Friday, January 13, 2017
Two Jesuit priests seek to find their mentor who has disappeared in hostile 17th Century Japan.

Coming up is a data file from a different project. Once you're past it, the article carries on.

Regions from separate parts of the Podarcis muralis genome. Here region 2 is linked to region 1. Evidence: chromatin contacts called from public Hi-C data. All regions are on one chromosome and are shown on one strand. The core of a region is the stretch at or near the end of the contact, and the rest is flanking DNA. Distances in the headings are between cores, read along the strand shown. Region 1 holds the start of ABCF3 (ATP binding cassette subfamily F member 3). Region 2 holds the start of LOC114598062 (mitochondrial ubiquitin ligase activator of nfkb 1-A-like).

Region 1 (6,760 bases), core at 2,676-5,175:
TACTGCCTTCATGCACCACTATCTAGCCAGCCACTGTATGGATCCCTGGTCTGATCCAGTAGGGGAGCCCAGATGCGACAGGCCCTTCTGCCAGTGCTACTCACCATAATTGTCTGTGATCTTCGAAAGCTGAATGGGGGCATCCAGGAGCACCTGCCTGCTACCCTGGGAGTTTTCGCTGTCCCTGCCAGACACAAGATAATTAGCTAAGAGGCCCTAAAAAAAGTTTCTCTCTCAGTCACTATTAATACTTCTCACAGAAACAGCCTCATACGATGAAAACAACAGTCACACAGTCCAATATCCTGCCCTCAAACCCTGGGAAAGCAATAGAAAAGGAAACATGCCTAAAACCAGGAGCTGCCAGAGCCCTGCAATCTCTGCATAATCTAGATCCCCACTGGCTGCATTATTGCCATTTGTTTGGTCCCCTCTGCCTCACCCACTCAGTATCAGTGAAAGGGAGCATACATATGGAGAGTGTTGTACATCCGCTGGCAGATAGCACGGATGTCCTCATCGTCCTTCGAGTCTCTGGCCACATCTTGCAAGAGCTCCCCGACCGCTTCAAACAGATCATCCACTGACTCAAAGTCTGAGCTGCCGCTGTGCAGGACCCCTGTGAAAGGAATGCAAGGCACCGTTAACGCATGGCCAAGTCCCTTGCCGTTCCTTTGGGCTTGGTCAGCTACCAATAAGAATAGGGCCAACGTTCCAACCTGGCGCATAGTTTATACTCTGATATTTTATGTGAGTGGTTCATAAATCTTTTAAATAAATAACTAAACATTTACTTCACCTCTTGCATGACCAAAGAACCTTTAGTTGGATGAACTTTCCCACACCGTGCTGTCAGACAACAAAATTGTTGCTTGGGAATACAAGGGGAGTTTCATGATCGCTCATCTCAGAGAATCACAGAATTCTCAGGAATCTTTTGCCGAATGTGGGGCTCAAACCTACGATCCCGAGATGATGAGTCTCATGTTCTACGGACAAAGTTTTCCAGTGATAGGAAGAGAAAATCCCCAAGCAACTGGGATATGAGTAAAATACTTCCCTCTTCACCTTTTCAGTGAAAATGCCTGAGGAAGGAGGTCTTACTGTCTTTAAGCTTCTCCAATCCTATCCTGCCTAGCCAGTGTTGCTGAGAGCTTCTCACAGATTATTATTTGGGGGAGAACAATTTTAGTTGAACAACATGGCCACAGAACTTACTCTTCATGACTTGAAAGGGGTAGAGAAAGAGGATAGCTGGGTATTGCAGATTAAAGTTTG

Review by Matt CummingsIt can be argued that Director Martin Scorsese has earned the right to make whatever film he wants. His filmography reads like a mini-AFI list. Unfortunately, his 25-year long passion project Silence emerges as an over-wrought, frustrating, and frankly arrogant middle finger while even eroding its own message with logic that makes all the sense to someone who long abandoned his faith. After the Portguese first arrived on the Japanese mainland in the mid 16th Century, the leader Tokugawa Ieyasu responded by waging a protectionist holy war against priests and their followers. Widespread evictions and persecutions of Japanese Christians are witnessed by the helpless Father Cristovao Ferreira (Liam Neeson), whose plight stirs the conscience of the kind Jesuit Rodrigues (Andrew Garfield). Together with his fellow Jesuit Father Garrpe (Adam Driver), Ferreria's former students set out on a harrowing journey into the heart of a hostile Japan, unprepared for what they are to experience. Bolstered by their faith, the two will endure unimaginable hardships and see their very reason for living challenged at every turn, all while their captors turn to unlikely allies to break the duo's will and the Christian influence they are trying to spread. Silence is a gorgeous film to witness. The Japanese brittle and battered coastline comes alive via Cinematographer Rodrigo Pietro's lens, providing the only respite for a film that relishes in how long it takes to tell its story. At 161 minutes, it's entirely too long, sapping its own energy with the at once brilliantly-executed debates between Rodrigues and his Interpreter (Tadanobu Asano) and the ridiculous Kichijiro (Yôsuke Kubozuka) who keeps begging Rodrigues for absolution, only to betray him time and time again. It becomes a joke as the character re-appears with little to no reason for committing his sins. Sure, we learn that his family was murdered in front of him after Kichijiro is forced to step on an image of Christ, but his ultimate MO seems only to offer comic relief and not a satisfying character arc. Based on its name, Silence also offers a window into the frustration many people like myself share about our former faith: god doesn't answer our prayers directly, nor does he or other spirits communicate with us. For literally a dozen scenes throughout, Rodrigues is forced to witness the torture and execution of his followers, all without God stepping in vanquish these Japanese sadists. And when it comes time for him to be tested at the image of Jesus, the reveal here is so unbelievable that it comes off as a plot device rather than a moment of clarity or release. Silence does wonderfully address the arrogance of Christian dogma in several key scenes; but again, it cuts its own weight from underneath itself with two reveals that include the final scene. I've heard some critics state that this is Scorsese's own personal battles with the faith manifest on screen. Whatever the answer, I think it's an awful way to make a film. Scorsese focuses only mere moments on Kichijiro, The Interpreter, and The Inquisitor (a strange Issei Ogata). The trio provide some of the film's best performances, but they don't appear until the third act, dominated instead by white European actors who hem and haw their way through a diminishing spiritual desert. Facebook. On Twitter, follow us at @SandwichJohnFilms, and follow author Matt Cummings at @mfc90125.